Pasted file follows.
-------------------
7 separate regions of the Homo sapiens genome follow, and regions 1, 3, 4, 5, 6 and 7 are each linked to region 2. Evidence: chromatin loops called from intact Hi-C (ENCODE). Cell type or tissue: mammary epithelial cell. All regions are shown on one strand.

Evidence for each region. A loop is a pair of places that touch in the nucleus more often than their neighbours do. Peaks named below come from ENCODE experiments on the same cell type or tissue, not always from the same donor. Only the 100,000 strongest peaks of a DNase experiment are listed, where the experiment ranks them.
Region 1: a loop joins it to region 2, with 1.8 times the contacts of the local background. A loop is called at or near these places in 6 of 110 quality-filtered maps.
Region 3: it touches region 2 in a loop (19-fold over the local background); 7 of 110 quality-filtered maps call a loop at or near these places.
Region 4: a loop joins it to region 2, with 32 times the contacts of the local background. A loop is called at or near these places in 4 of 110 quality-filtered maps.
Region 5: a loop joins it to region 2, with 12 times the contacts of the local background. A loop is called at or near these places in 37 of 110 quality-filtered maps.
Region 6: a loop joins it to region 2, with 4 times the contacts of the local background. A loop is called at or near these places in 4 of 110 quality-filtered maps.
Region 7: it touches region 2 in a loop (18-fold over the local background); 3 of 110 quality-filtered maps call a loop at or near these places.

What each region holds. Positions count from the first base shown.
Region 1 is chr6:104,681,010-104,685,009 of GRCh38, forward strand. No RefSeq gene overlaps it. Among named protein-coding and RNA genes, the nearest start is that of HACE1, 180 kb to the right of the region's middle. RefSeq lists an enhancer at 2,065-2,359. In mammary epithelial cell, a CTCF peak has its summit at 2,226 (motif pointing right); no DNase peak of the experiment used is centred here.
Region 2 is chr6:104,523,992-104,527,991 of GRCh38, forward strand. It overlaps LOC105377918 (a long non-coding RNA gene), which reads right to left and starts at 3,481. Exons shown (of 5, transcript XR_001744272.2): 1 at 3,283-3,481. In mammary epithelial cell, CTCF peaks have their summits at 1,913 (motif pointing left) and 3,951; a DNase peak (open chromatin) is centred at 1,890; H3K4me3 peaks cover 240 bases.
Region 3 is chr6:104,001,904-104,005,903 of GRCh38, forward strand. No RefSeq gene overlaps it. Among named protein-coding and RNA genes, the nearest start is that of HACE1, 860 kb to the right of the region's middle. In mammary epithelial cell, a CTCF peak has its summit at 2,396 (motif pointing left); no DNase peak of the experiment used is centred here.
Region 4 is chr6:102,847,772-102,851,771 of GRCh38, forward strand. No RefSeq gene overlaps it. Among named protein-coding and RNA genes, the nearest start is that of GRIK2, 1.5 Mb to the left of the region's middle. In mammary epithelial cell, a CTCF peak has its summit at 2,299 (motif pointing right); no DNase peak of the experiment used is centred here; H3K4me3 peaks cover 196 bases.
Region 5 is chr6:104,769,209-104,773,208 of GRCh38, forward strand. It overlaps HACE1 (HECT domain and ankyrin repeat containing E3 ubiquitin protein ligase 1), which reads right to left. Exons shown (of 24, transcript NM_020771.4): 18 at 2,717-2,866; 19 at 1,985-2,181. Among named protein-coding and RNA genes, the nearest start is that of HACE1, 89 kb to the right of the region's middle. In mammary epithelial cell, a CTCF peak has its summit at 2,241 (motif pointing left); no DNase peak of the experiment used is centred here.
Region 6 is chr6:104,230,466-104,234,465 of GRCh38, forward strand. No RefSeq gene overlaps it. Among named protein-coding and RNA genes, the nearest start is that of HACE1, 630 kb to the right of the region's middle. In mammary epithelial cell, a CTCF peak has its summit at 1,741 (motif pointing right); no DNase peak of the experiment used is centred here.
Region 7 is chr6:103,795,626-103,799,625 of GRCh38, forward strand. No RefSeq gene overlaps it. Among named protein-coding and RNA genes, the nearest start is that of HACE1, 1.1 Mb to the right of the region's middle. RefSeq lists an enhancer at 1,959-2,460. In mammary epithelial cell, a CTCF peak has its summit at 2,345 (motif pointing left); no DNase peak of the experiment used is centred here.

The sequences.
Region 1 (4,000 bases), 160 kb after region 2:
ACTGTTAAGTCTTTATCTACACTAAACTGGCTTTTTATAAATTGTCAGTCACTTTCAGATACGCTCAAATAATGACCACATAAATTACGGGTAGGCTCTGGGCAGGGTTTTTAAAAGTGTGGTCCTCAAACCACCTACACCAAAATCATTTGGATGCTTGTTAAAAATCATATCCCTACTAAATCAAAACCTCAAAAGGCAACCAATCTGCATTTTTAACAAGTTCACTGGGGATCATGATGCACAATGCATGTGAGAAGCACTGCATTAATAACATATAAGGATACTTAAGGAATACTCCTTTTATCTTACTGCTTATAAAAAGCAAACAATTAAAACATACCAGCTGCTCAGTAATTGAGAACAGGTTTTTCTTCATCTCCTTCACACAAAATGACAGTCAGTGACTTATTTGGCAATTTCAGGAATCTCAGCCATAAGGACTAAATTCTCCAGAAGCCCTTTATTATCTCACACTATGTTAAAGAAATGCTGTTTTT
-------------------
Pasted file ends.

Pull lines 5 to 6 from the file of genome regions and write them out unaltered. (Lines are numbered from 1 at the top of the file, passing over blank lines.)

Region 4: a loop joins it to region 2, with 32 times the contacts of the local background. A loop is called at or near these places in 4 of 110 quality-filtered maps.
Region 5: a loop joins it to region 2, with 12 times the contacts of the local background. A loop is called at or near these places in 37 of 110 quality-filtered maps.